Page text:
The effect of small molecular inhibitors of CD4 on experimental allergic encephalomyelitis

Andrea Elizabeth Edling, Thomas Jefferson University

Abstract

Experimental allergic encephalomyelitis (EAE) in mice is a model for the human demyelinating disease, multiple sclerosis (MS). Studies in both EAE and MS demonstrated that CD4+ T cells have an important role in mediating the pathogenesis of disease. We have taken the approach to specifically inhibit the function of these autoreactive CD4+ T cells by disrupting the interaction between CD4 and the MHC class II molecule. A structure-base designed approach was used in which a synthetic peptide analog (802-2) of the D1CCloop region of CD4 was developed and a small organic molecule (TJU103) was chosen by computer screening methods to specifically affect activated CD4+ T cells by disrupting the oligomerization and stabilization of the CD4-MHC class II interaction. These immunotherapeutics were tested for inhibitory activity in EAE. 802-2 and TJU103 when administered shortly before or after the onset of clinical symptoms significantly reduced the severity of disease in both the SJL and SWXJ-14 mouse models of EAE. In addition, long-term inhibitory activity of a single injection of 802-2 or TJU103 has been demonstrated in EAE rechallenge studies. In vitro and in vivo memory responses to proteolipid protein (PLP) were shown to be inhibited by these therapeutics. Studies with keyhole limpet hemocyanin (KLH), PLP, and alloantigen demonstrated that the inhibitors specifically affect only CD4+ T cells that are activated in the presence of either the 802-2 peptide or TJU103 organic molecule. Elispot analysis demonstrated a reduction in the frequency of antigen-specific cytokine-producing cells after in vivo 802-2 and TJU103 treatment. By utilizing a transgenic mouse model, the extent of inhibitory ability, as well as the mechanism of action of the therapeutics, was analyzed. TUNEL analysis suggested that apoptosis is the mechanism of action of both 802-2 and TJU103. These results indicate that CD4 inhibitors can reduce EAE severity and show potential for future clinical application. ^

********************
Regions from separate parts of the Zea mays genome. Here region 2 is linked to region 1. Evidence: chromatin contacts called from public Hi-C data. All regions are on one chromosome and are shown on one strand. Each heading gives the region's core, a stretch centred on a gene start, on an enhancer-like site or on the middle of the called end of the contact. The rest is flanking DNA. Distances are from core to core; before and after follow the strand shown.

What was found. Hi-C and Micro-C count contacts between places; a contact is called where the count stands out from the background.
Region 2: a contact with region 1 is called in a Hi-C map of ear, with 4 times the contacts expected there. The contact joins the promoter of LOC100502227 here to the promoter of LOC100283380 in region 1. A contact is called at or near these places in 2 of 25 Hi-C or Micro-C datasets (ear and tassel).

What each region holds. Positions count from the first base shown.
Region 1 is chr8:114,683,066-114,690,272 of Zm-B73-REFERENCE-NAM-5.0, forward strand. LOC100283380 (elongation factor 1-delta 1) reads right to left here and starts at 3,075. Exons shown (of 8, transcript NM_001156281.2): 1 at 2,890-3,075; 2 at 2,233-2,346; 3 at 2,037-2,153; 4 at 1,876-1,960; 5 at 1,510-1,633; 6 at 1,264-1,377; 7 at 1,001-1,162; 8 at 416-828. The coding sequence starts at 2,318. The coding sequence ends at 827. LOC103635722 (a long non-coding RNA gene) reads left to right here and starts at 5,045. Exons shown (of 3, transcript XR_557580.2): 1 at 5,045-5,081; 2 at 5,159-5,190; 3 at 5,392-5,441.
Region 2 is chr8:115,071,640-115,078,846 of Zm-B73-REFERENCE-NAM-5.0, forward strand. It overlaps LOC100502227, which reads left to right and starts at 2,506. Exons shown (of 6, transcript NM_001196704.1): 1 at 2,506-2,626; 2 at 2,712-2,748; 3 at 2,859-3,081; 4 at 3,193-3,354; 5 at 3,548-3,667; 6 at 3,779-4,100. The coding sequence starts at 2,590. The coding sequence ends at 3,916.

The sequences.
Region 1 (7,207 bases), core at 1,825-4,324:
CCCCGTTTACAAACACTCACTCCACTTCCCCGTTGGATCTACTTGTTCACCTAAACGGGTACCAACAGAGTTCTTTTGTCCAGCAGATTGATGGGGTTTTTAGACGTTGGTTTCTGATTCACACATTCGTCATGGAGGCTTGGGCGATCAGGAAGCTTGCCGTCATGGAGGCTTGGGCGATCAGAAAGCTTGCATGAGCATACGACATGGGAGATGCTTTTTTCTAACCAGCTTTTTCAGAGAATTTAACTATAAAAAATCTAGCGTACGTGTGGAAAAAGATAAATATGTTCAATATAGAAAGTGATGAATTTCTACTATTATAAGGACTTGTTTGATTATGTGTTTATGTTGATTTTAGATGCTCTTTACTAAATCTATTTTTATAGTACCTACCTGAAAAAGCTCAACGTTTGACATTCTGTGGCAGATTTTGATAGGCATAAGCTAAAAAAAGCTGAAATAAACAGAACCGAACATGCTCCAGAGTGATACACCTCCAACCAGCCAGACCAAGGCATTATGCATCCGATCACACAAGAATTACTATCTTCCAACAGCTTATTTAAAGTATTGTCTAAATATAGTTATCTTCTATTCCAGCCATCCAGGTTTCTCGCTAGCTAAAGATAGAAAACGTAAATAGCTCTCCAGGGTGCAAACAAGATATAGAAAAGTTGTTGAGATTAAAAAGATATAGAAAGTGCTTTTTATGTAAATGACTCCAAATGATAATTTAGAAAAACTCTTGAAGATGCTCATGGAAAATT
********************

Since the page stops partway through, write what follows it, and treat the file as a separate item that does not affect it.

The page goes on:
Subject Area

Biology, Molecular|Health Sciences, Pathology|Health Sciences, Immunology

Recommended Citation

Andrea Elizabeth Edling, "The effect of small molecular inhibitors of CD4 on experimental allergic encephalomyelitis" (January 1, 1999). ETD Collection for Thomas Jefferson University. Paper AAI9963595.
http://jdc.jefferson.edu/dissertations/AAI9963595

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